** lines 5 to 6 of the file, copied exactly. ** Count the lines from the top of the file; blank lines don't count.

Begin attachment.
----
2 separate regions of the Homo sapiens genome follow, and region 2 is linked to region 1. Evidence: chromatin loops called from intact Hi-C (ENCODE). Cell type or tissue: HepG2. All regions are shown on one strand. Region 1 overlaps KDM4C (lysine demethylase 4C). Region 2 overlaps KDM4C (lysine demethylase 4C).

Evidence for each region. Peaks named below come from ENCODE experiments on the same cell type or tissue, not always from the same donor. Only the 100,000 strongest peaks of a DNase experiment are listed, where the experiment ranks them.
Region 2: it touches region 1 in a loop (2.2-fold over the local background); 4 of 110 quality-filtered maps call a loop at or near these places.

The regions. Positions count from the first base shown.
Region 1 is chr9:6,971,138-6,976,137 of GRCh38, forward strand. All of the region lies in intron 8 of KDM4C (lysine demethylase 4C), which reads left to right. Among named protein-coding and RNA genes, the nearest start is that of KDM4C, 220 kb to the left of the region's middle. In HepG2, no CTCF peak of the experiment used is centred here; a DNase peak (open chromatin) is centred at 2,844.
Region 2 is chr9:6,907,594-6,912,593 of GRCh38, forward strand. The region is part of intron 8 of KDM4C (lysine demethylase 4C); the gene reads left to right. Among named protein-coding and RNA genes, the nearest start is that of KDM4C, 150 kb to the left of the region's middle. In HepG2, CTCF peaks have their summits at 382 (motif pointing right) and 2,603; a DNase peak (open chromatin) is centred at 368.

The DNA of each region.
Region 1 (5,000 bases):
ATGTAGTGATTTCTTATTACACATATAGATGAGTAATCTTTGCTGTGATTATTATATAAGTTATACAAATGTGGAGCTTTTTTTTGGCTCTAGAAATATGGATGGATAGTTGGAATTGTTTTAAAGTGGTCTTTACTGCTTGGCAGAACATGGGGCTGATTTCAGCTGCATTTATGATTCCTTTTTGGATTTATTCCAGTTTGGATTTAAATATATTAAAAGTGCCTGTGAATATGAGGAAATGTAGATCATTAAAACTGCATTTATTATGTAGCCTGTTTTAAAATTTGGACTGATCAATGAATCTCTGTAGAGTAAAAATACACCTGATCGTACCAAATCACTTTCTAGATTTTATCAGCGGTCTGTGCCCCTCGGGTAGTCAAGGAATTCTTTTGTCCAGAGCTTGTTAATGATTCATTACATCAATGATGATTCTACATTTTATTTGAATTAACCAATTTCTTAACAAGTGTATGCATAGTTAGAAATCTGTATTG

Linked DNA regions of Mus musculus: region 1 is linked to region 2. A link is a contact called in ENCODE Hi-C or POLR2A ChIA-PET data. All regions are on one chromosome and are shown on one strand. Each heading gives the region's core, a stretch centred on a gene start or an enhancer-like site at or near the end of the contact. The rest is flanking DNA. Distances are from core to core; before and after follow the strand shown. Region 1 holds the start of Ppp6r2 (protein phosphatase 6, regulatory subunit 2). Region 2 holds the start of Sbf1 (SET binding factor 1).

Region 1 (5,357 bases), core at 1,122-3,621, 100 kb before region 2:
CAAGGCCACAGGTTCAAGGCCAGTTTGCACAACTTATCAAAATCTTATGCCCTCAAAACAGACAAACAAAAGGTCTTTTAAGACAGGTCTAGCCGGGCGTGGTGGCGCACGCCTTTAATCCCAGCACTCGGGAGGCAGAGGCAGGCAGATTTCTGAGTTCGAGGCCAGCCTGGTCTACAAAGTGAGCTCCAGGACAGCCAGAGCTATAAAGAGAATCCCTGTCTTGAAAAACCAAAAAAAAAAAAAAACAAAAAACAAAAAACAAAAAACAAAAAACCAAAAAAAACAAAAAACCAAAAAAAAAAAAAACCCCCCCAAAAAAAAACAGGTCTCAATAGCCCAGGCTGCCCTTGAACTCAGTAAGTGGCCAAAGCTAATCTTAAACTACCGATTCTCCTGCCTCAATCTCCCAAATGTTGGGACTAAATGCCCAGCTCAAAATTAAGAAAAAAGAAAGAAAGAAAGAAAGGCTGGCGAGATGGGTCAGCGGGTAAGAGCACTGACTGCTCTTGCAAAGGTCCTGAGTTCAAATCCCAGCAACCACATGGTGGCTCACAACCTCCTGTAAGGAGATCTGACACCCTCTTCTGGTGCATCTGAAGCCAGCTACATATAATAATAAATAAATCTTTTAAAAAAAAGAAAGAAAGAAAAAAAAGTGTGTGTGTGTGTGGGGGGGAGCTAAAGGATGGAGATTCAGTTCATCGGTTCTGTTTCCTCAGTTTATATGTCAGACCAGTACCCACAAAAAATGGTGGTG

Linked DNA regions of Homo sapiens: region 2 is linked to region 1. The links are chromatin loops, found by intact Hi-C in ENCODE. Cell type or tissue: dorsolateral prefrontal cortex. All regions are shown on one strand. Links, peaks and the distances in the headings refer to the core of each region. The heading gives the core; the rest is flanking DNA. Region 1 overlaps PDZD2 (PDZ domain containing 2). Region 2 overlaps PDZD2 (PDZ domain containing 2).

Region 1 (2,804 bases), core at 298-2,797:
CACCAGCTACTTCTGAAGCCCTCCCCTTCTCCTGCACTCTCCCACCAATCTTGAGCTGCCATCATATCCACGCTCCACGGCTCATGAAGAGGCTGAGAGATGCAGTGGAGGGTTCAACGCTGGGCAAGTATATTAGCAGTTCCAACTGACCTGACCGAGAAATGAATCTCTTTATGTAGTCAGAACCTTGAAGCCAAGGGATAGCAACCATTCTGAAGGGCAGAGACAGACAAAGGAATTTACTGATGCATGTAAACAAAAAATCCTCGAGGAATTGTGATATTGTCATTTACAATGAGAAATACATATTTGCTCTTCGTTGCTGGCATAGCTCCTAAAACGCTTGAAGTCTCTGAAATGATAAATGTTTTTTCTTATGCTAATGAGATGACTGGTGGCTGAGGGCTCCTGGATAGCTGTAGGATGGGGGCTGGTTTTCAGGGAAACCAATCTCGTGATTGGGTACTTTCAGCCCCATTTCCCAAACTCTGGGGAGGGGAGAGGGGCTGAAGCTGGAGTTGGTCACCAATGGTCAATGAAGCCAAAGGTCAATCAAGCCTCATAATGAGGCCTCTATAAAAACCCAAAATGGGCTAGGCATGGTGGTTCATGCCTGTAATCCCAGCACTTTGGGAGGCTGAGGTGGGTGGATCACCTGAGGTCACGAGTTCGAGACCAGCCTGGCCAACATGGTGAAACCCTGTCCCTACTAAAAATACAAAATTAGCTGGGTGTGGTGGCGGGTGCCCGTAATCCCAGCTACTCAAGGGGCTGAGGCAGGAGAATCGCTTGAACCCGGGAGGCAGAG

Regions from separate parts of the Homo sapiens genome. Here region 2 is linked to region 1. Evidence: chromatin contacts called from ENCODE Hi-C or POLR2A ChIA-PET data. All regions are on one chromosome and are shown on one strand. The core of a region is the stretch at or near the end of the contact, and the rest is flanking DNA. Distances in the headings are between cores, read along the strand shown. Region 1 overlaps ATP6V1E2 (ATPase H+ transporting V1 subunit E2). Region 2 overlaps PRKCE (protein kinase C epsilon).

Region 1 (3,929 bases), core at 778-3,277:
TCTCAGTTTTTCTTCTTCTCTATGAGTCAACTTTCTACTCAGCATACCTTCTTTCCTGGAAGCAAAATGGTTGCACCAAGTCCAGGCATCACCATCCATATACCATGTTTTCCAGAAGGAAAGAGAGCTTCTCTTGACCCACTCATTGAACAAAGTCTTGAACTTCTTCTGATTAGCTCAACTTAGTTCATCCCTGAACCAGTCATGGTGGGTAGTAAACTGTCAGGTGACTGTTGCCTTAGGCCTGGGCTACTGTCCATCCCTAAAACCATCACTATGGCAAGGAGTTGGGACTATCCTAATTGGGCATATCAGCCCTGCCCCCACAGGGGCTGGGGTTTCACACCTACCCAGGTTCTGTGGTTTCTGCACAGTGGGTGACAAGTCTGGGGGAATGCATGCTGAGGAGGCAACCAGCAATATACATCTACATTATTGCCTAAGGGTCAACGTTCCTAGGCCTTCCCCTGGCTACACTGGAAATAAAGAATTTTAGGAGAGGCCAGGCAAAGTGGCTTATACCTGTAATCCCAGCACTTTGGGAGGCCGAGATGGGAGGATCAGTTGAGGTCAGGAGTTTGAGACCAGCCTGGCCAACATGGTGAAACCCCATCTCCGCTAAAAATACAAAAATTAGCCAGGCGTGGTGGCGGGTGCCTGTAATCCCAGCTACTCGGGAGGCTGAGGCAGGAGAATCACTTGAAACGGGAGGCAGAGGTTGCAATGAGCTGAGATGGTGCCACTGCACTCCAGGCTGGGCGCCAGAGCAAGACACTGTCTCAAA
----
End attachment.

Region 1 is chr9:6,971,138-6,976,137 of GRCh38, forward strand. All of the region lies in intron 8 of KDM4C (lysine demethylase 4C), which reads left to right. Among named protein-coding and RNA genes, the nearest start is that of KDM4C, 220 kb to the left of the region's middle. In HepG2, no CTCF peak of the experiment used is centred here; a DNase peak (open chromatin) is centred at 2,844.
Region 2 is chr9:6,907,594-6,912,593 of GRCh38, forward strand. The region is part of intron 8 of KDM4C (lysine demethylase 4C); the gene reads left to right. Among named protein-coding and RNA genes, the nearest start is that of KDM4C, 150 kb to the left of the region's middle. In HepG2, CTCF peaks have their summits at 382 (motif pointing right) and 2,603; a DNase peak (open chromatin) is centred at 368.